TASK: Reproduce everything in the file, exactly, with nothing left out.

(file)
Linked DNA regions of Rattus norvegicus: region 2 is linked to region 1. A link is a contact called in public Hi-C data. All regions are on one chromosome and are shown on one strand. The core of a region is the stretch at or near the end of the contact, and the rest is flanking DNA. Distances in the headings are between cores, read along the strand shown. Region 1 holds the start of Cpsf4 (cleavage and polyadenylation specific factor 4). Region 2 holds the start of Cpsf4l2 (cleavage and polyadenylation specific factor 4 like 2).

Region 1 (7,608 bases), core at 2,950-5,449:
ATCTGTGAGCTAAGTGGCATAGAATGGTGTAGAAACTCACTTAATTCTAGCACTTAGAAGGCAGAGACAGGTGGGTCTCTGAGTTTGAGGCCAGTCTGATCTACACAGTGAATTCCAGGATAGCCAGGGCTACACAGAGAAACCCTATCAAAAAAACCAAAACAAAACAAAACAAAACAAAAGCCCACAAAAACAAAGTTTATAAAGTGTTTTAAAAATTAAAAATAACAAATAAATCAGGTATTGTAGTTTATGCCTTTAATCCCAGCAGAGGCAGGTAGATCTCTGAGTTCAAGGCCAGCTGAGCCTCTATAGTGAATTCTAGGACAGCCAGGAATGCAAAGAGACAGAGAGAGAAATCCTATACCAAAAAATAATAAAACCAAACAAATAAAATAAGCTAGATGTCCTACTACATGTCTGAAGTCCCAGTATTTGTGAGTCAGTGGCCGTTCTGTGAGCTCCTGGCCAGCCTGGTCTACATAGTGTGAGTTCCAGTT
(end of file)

Linked DNA regions of Rattus norvegicus: region 2 is linked to region 1. A link is a contact called in public Hi-C data. All regions are on one chromosome and are shown on one strand. The core of a region is the stretch at or near the end of the contact, and the rest is flanking DNA. Distances in the headings are between cores, read along the strand shown. Region 1 holds the start of Cpsf4 (cleavage and polyadenylation specific factor 4). Region 2 holds the start of Cpsf4l2 (cleavage and polyadenylation specific factor 4 like 2).

Region 1 (7,608 bases), core at 2,950-5,449:
ATCTGTGAGCTAAGTGGCATAGAATGGTGTAGAAACTCACTTAATTCTAGCACTTAGAAGGCAGAGACAGGTGGGTCTCTGAGTTTGAGGCCAGTCTGATCTACACAGTGAATTCCAGGATAGCCAGGGCTACACAGAGAAACCCTATCAAAAAAACCAAAACAAAACAAAACAAAACAAAAGCCCACAAAAACAAAGTTTATAAAGTGTTTTAAAAATTAAAAATAACAAATAAATCAGGTATTGTAGTTTATGCCTTTAATCCCAGCAGAGGCAGGTAGATCTCTGAGTTCAAGGCCAGCTGAGCCTCTATAGTGAATTCTAGGACAGCCAGGAATGCAAAGAGACAGAGAGAGAAATCCTATACCAAAAAATAATAAAACCAAACAAATAAAATAAGCTAGATGTCCTACTACATGTCTGAAGTCCCAGTATTTGTGAGTCAGTGGCCGTTCTGTGAGCTCCTGGCCAGCCTGGTCTACATAGTGTGAGTTCCAGTT